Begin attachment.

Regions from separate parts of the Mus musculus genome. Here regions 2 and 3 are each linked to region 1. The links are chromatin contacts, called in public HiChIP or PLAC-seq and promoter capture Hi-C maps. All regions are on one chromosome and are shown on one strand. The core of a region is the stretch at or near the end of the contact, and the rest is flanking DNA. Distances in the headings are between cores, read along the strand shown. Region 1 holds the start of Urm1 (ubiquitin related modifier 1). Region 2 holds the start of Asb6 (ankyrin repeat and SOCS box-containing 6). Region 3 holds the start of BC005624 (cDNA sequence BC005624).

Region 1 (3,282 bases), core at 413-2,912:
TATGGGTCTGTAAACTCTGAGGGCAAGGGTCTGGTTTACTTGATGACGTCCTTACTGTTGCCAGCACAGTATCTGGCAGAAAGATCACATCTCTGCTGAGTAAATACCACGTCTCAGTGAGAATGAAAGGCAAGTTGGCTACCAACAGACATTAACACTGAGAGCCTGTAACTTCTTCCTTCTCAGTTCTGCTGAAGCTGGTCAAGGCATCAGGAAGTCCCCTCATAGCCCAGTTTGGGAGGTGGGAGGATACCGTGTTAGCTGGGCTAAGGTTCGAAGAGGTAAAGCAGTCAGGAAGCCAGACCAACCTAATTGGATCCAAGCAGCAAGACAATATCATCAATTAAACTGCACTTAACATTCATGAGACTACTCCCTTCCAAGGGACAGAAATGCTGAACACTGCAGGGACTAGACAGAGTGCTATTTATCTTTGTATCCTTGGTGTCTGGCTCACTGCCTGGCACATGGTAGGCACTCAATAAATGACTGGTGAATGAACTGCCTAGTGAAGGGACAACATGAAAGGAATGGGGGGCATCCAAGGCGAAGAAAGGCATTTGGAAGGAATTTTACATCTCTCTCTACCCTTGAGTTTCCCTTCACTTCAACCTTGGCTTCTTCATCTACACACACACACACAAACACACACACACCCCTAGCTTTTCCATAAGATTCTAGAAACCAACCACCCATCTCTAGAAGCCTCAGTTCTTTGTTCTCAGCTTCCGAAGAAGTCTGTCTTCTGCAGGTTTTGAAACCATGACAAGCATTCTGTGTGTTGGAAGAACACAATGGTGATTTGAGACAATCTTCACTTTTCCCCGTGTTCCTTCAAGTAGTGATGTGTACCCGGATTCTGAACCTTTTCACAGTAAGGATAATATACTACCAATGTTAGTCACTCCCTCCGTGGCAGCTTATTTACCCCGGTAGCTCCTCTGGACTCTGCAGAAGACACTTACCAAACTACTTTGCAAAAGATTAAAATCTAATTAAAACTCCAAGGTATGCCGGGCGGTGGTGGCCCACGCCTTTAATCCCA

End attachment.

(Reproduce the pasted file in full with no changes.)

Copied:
Regions from separate parts of the Mus musculus genome. Here regions 2 and 3 are each linked to region 1. The links are chromatin contacts, called in public HiChIP or PLAC-seq and promoter capture Hi-C maps. All regions are on one chromosome and are shown on one strand. The core of a region is the stretch at or near the end of the contact, and the rest is flanking DNA. Distances in the headings are between cores, read along the strand shown. Region 1 holds the start of Urm1 (ubiquitin related modifier 1). Region 2 holds the start of Asb6 (ankyrin repeat and SOCS box-containing 6). Region 3 holds the start of BC005624 (cDNA sequence BC005624).

Region 1 (3,282 bases), core at 413-2,912:
TATGGGTCTGTAAACTCTGAGGGCAAGGGTCTGGTTTACTTGATGACGTCCTTACTGTTGCCAGCACAGTATCTGGCAGAAAGATCACATCTCTGCTGAGTAAATACCACGTCTCAGTGAGAATGAAAGGCAAGTTGGCTACCAACAGACATTAACACTGAGAGCCTGTAACTTCTTCCTTCTCAGTTCTGCTGAAGCTGGTCAAGGCATCAGGAAGTCCCCTCATAGCCCAGTTTGGGAGGTGGGAGGATACCGTGTTAGCTGGGCTAAGGTTCGAAGAGGTAAAGCAGTCAGGAAGCCAGACCAACCTAATTGGATCCAAGCAGCAAGACAATATCATCAATTAAACTGCACTTAACATTCATGAGACTACTCCCTTCCAAGGGACAGAAATGCTGAACACTGCAGGGACTAGACAGAGTGCTATTTATCTTTGTATCCTTGGTGTCTGGCTCACTGCCTGGCACATGGTAGGCACTCAATAAATGACTGGTGAATGAACTGCCTAGTGAAGGGACAACATGAAAGGAATGGGGGGCATCCAAGGCGAAGAAAGGCATTTGGAAGGAATTTTACATCTCTCTCTACCCTTGAGTTTCCCTTCACTTCAACCTTGGCTTCTTCATCTACACACACACACACAAACACACACACACCCCTAGCTTTTCCATAAGATTCTAGAAACCAACCACCCATCTCTAGAAGCCTCAGTTCTTTGTTCTCAGCTTCCGAAGAAGTCTGTCTTCTGCAGGTTTTGAAACCATGACAAGCATTCTGTGTGTTGGAAGAACACAATGGTGATTTGAGACAATCTTCACTTTTCCCCGTGTTCCTTCAAGTAGTGATGTGTACCCGGATTCTGAACCTTTTCACAGTAAGGATAATATACTACCAATGTTAGTCACTCCCTCCGTGGCAGCTTATTTACCCCGGTAGCTCCTCTGGACTCTGCAGAAGACACTTACCAAACTACTTTGCAAAAGATTAAAATCTAATTAAAACTCCAAGGTATGCCGGGCGGTGGTGGCCCACGCCTTTAATCCCA